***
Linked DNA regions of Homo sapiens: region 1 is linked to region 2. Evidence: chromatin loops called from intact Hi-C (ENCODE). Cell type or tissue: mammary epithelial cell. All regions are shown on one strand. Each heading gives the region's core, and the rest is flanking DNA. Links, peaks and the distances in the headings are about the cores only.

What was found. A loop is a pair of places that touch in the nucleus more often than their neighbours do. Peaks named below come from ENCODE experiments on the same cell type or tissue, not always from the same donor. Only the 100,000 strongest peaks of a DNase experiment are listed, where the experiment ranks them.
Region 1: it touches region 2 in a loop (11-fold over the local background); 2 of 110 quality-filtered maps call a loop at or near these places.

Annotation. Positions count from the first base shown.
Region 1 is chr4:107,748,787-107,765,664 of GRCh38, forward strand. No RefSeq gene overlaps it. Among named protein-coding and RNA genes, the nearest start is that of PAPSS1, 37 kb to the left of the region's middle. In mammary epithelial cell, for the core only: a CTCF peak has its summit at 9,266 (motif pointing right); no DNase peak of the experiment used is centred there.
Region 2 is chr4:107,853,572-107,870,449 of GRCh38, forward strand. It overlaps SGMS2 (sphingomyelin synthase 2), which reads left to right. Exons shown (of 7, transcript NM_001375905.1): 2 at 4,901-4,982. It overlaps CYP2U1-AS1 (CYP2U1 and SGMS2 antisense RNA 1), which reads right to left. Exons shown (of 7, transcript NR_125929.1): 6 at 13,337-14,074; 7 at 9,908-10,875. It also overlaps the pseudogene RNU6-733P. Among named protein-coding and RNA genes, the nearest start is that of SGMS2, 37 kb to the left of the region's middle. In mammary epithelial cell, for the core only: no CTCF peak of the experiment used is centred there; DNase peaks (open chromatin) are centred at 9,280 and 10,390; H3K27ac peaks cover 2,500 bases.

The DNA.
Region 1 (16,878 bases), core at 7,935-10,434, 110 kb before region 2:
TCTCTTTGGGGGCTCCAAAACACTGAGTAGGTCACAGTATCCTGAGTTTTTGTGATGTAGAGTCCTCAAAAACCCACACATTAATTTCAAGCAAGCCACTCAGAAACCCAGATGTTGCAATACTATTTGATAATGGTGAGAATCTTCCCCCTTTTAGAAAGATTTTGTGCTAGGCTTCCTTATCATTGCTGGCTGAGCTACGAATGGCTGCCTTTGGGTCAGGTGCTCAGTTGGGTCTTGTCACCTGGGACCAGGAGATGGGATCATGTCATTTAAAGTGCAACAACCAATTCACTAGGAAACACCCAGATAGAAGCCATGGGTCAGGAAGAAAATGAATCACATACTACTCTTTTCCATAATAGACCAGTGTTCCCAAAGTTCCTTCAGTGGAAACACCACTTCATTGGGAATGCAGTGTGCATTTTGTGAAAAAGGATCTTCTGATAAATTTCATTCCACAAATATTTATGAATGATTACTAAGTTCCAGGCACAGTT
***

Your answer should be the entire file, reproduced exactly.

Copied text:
Linked DNA regions of Homo sapiens: region 1 is linked to region 2. Evidence: chromatin loops called from intact Hi-C (ENCODE). Cell type or tissue: mammary epithelial cell. All regions are shown on one strand. Each heading gives the region's core, and the rest is flanking DNA. Links, peaks and the distances in the headings are about the cores only.

What was found. A loop is a pair of places that touch in the nucleus more often than their neighbours do. Peaks named below come from ENCODE experiments on the same cell type or tissue, not always from the same donor. Only the 100,000 strongest peaks of a DNase experiment are listed, where the experiment ranks them.
Region 1: it touches region 2 in a loop (11-fold over the local background); 2 of 110 quality-filtered maps call a loop at or near these places.

Annotation. Positions count from the first base shown.
Region 1 is chr4:107,748,787-107,765,664 of GRCh38, forward strand. No RefSeq gene overlaps it. Among named protein-coding and RNA genes, the nearest start is that of PAPSS1, 37 kb to the left of the region's middle. In mammary epithelial cell, for the core only: a CTCF peak has its summit at 9,266 (motif pointing right); no DNase peak of the experiment used is centred there.
Region 2 is chr4:107,853,572-107,870,449 of GRCh38, forward strand. It overlaps SGMS2 (sphingomyelin synthase 2), which reads left to right. Exons shown (of 7, transcript NM_001375905.1): 2 at 4,901-4,982. It overlaps CYP2U1-AS1 (CYP2U1 and SGMS2 antisense RNA 1), which reads right to left. Exons shown (of 7, transcript NR_125929.1): 6 at 13,337-14,074; 7 at 9,908-10,875. It also overlaps the pseudogene RNU6-733P. Among named protein-coding and RNA genes, the nearest start is that of SGMS2, 37 kb to the left of the region's middle. In mammary epithelial cell, for the core only: no CTCF peak of the experiment used is centred there; DNase peaks (open chromatin) are centred at 9,280 and 10,390; H3K27ac peaks cover 2,500 bases.

The DNA.
Region 1 (16,878 bases), core at 7,935-10,434, 110 kb before region 2:
TCTCTTTGGGGGCTCCAAAACACTGAGTAGGTCACAGTATCCTGAGTTTTTGTGATGTAGAGTCCTCAAAAACCCACACATTAATTTCAAGCAAGCCACTCAGAAACCCAGATGTTGCAATACTATTTGATAATGGTGAGAATCTTCCCCCTTTTAGAAAGATTTTGTGCTAGGCTTCCTTATCATTGCTGGCTGAGCTACGAATGGCTGCCTTTGGGTCAGGTGCTCAGTTGGGTCTTGTCACCTGGGACCAGGAGATGGGATCATGTCATTTAAAGTGCAACAACCAATTCACTAGGAAACACCCAGATAGAAGCCATGGGTCAGGAAGAAAATGAATCACATACTACTCTTTTCCATAATAGACCAGTGTTCCCAAAGTTCCTTCAGTGGAAACACCACTTCATTGGGAATGCAGTGTGCATTTTGTGAAAAAGGATCTTCTGATAAATTTCATTCCACAAATATTTATGAATGATTACTAAGTTCCAGGCACAGTT